The present results support the hypothesis that H2O forms very close to the star with high abundances with respect to H2 between 1 × 10-6 and 1 × 10-4 and that the abundance gradually chemically freezes out to a value of 1.4 × 10-7 at r ≥ 5 R  . The contribution to the H2O line intensities from the high-abundance region comprised between 1.2 R   and 2.5 R   is not observable with Herschel because of its small extent and beam filling factor. Furthermore, the H2O formation chemistry appears to be coupled to that of SiO and highlights the importance of the hydroxyl radical OH in the inner wind. A major advantage of the shock-induced chemistry hypothesis is that any star on the AGB pulsates and experiences the passage of shocks in its dust-formation zone. Therefore, it provides a non-restrictive, genuine mechanism for forming water and other molecules very close to the star for a variety of objects in different evolutionary stages, potentially explaining the detection of H2O in O-rich, S and carbon stars with the Herschel telescope. The shock-induced chemistry is also successful in explaining the presence of O-bearing molecules in carbon stars and C-bearing species in O-rich Miras. Foremost, this hypothesis does not exclude other formation mechanisms for water at larger radii (comets, chemistry on grain surfaces, partial photodissociation in a clumpy outflow)1. Because of its presence in AGB stars, H2O can be added to the list of species (CO, SiO, HCN, CS) proposed by Cherchneff (2006) to efficiently form in the dust-formation zone from shock chemistry and be ejected as “parent” species in the intermediate and outer envelopes. This hypothesis awaits testing by observations of the deep layers of AGB envelopes at mid-IR and submm wavelengths.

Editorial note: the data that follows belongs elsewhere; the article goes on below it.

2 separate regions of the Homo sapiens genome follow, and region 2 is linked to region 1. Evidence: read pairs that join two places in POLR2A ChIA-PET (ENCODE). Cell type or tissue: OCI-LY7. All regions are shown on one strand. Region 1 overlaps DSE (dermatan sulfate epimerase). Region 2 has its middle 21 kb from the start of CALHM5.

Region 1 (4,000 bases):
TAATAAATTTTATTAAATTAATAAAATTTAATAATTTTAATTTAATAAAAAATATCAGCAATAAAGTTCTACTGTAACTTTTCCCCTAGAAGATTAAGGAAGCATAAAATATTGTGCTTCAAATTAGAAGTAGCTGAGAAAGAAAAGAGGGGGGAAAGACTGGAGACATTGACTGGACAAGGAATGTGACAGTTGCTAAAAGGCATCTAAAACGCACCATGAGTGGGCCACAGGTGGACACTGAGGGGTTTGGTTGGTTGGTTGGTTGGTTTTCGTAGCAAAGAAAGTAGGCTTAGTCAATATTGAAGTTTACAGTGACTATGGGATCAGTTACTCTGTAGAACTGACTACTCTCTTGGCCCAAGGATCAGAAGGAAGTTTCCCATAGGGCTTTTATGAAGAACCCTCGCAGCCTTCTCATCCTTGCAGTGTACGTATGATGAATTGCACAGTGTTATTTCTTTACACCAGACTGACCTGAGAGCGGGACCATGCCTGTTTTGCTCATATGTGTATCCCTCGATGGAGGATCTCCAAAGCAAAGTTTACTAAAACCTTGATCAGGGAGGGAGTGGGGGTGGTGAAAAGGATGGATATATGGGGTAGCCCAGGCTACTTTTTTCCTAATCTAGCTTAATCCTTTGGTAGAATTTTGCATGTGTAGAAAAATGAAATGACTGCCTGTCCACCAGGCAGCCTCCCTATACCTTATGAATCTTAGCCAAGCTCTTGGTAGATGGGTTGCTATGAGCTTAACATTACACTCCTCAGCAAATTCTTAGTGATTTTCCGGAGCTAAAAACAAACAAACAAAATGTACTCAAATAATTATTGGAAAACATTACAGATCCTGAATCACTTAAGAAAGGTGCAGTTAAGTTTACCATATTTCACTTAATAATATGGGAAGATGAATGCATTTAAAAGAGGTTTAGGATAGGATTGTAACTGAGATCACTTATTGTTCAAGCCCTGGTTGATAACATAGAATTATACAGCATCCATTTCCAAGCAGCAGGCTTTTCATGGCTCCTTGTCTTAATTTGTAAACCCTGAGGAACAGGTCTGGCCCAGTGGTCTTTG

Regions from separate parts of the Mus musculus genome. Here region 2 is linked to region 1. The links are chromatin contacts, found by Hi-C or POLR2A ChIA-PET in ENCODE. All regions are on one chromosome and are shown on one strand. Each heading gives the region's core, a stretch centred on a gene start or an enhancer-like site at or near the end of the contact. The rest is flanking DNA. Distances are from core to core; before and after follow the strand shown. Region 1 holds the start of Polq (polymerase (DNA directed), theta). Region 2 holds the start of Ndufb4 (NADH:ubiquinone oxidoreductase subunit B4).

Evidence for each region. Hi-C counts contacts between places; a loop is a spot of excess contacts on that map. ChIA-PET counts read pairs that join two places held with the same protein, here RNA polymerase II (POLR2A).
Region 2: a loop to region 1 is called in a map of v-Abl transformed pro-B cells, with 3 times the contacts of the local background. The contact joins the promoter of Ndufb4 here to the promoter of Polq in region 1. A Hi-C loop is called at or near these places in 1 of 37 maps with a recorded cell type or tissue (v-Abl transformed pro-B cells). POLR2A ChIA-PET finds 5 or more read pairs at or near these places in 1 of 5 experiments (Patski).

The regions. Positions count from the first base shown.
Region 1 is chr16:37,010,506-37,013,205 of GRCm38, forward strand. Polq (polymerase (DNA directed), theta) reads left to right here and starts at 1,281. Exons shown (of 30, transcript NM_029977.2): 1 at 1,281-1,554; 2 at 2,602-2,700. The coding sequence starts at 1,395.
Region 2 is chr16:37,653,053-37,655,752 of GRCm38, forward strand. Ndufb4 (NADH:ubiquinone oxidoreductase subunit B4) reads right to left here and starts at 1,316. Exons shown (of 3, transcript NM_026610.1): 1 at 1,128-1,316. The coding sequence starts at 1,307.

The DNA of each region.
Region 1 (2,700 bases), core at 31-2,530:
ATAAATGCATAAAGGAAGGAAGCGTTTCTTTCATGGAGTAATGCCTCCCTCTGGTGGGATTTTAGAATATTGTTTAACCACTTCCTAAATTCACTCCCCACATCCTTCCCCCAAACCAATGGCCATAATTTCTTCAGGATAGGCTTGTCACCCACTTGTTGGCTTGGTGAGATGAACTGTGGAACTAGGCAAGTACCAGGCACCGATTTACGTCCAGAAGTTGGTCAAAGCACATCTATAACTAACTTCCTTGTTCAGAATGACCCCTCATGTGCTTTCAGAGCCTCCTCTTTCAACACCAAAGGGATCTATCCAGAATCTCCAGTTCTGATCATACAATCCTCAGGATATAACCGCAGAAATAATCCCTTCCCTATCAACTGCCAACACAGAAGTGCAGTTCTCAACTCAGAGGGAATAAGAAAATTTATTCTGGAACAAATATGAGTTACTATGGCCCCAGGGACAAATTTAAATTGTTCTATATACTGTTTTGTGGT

1

New data on water in IRC+10216 from Herschel/HIFI have just been released (Neufeld et al. 2010a) and confirm the formation of H2O at radii  ≤ 6 R  . They indicate a common locus for H2O and SiO formation in agreement with the present results and rule out the comet and Fischer-Tropsch catalysis scenarios for H2O formation. This is further supported by new Herschel/HIFI data for several carbon stars, confirming the widespread presence of water very close to the star (Neufeld et al. 2010b).

Acknowledgments

The author thanks the anonymous referee for helpful comments on how to improve the manuscript and Dinh-V-Trung and Alexander Tielens for stimulating discussions.

References

Online material